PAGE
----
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'Stomach flu' cases on the rise among Bengaluru kids as schools reopen

Stomach flu is a condition that affects the stomach and intestines and symptoms can be mild or severe, and include stomach cramps, diarrhoea and vomiting.

Published: 29th November 2021 09:07 AM  |   Last Updated: 29th November 2021 09:07 AM   |  A+A-

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Express News Service

BENGALURU: With schools reopening and many children stepping out of their homes after several months, Bengaluru is seeing an outbreak of 'stomach flu', also known as viral gastroenteritis. Doctors The New Indian Express spoke to say they are seeing at least 10 to 12 cases per day.

Stomach flu is a condition that affects the stomach and intestines. Symptoms can be mild or severe, and include stomach cramps, diarrhoea and vomiting. It is an infectious condition and can occur as a cluster outbreak in close communities.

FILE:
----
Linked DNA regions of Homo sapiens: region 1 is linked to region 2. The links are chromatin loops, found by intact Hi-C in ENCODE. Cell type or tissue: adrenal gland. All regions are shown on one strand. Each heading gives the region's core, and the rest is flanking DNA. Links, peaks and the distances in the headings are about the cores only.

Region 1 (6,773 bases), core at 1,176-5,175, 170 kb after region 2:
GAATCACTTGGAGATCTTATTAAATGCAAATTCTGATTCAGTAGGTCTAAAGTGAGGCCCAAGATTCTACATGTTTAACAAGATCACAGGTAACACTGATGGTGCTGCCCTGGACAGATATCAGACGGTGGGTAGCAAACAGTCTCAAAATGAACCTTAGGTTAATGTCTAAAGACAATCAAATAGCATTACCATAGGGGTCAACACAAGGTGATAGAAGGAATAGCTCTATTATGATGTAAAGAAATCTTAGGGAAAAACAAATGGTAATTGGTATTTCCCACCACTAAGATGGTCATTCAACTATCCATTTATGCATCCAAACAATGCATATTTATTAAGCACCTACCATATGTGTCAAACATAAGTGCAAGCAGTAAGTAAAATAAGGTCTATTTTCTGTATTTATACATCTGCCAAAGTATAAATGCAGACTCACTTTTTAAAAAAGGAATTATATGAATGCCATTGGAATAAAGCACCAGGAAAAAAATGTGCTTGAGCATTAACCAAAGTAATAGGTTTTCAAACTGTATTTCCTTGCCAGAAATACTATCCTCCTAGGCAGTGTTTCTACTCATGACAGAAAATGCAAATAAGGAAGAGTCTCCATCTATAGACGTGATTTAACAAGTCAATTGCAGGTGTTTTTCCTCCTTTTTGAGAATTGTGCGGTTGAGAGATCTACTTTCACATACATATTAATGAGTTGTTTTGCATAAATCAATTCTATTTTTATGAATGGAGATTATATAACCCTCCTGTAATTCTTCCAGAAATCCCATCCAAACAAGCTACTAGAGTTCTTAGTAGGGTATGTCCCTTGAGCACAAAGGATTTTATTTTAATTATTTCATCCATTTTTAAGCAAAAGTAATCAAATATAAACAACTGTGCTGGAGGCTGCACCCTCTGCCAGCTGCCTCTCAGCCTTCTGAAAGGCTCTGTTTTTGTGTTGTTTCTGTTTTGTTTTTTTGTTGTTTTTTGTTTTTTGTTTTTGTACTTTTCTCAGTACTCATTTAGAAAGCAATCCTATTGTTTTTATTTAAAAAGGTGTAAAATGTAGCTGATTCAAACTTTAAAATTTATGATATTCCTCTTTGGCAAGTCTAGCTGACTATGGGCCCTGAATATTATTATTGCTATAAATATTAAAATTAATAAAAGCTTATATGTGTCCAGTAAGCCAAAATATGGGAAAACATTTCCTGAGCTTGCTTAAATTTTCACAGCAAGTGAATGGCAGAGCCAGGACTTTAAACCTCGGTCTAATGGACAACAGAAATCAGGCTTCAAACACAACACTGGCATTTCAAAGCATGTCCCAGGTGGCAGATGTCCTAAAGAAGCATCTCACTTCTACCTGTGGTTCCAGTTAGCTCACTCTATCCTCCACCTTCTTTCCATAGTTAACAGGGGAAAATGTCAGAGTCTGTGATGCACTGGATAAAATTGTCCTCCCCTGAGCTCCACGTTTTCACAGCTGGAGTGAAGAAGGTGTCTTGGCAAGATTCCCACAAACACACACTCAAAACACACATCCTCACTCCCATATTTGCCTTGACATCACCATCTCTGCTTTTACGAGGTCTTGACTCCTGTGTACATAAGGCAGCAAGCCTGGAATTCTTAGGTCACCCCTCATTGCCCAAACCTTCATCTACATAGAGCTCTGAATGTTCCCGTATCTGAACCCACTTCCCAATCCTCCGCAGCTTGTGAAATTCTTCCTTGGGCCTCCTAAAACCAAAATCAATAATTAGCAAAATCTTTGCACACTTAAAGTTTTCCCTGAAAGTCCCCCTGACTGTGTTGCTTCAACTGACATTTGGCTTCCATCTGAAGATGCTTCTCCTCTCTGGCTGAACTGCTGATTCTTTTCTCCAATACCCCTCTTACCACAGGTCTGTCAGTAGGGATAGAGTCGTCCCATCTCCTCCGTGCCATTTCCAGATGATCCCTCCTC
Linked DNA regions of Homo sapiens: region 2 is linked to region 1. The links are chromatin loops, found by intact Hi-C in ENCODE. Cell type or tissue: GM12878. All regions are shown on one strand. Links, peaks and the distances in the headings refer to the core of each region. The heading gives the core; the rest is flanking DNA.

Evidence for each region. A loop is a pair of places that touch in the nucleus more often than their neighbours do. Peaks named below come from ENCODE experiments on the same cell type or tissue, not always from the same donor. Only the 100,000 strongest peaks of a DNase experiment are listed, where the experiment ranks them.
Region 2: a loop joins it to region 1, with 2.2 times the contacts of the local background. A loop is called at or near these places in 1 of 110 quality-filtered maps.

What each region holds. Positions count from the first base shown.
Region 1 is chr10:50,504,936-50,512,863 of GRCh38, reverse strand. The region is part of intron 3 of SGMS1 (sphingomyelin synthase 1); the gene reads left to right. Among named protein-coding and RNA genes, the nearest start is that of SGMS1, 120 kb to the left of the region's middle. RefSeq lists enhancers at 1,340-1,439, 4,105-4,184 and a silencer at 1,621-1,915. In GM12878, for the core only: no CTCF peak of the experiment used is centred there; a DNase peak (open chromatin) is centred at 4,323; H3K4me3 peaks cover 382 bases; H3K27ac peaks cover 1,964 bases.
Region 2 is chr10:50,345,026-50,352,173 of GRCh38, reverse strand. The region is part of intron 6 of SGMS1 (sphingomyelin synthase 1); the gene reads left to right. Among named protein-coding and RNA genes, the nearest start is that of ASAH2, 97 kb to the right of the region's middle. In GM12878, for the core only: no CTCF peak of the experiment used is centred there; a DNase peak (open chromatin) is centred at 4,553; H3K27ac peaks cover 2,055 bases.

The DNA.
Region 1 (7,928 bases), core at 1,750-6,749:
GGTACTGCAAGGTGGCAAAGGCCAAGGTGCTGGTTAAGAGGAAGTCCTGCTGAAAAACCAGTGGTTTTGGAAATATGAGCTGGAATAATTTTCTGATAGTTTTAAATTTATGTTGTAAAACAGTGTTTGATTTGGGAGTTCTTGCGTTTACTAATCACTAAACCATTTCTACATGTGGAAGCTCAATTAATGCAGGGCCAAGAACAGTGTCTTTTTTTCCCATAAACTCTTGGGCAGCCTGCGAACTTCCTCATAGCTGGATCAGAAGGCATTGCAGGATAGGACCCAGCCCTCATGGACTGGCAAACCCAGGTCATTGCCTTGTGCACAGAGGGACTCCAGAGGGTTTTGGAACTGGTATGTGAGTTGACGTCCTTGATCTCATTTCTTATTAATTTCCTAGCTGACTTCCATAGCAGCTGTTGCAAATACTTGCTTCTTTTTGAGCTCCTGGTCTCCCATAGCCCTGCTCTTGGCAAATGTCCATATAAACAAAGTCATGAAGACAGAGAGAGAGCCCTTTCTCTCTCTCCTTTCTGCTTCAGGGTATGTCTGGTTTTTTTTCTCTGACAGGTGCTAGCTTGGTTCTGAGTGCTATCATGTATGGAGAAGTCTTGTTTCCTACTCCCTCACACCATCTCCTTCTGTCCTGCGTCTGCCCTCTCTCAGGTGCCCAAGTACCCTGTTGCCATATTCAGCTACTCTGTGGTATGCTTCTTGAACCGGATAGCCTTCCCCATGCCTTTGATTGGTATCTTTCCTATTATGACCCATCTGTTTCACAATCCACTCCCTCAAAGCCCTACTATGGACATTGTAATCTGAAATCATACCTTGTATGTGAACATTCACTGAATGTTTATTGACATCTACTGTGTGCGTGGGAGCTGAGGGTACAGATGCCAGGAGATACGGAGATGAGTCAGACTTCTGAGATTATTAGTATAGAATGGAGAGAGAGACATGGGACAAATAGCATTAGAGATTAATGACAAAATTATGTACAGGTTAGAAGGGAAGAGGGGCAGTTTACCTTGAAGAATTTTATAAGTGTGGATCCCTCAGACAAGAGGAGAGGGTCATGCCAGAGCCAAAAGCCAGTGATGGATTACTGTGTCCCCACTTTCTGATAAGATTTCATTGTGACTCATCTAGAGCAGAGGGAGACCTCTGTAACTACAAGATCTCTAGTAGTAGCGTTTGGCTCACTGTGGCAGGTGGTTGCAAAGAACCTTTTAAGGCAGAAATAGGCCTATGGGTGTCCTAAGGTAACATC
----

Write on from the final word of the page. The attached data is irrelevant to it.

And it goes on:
Dr Parimala V Thirumalesh, Professor & Senior Consultant, Neonatology & Paediatrics, Aster CMI Hospital says, "Stomach flu cases are on the rise. Many children are presenting with fever and vomiting, some have loose stools as well. They may or may not have an associated cold or cough."

Every day, the doctor is treating at least 12 such patients with varying severity, in the common age group of 1-8 years. "A few of them are under one year, and very few are over 8 years old," explained Dr Parimala.

While stomach bugs are usually bacterial and are common during the monsoon, doctors believe the unprecedented rain which caused flooding could have triggered this.

"Underground water supply lines and mixing of sewage and clean water can also cause this. For instance, there were outbreaks in some apartment societies in recent months, with many children suffering from the infection. Such outbreaks are common during the rainy months, with a daily average of 3-5 cases," said Dr Srikanth KP, Consultant Paediatric Gastroenterology, Manipal Hospitals, Old Airport Road. 

Doctors explained that a majority recover uneventfully within three to five days, but few may take longer. Some require hospital admission, some have blood in their stools, while some may continue to have long-term problems like irritable bowel syndrome. 



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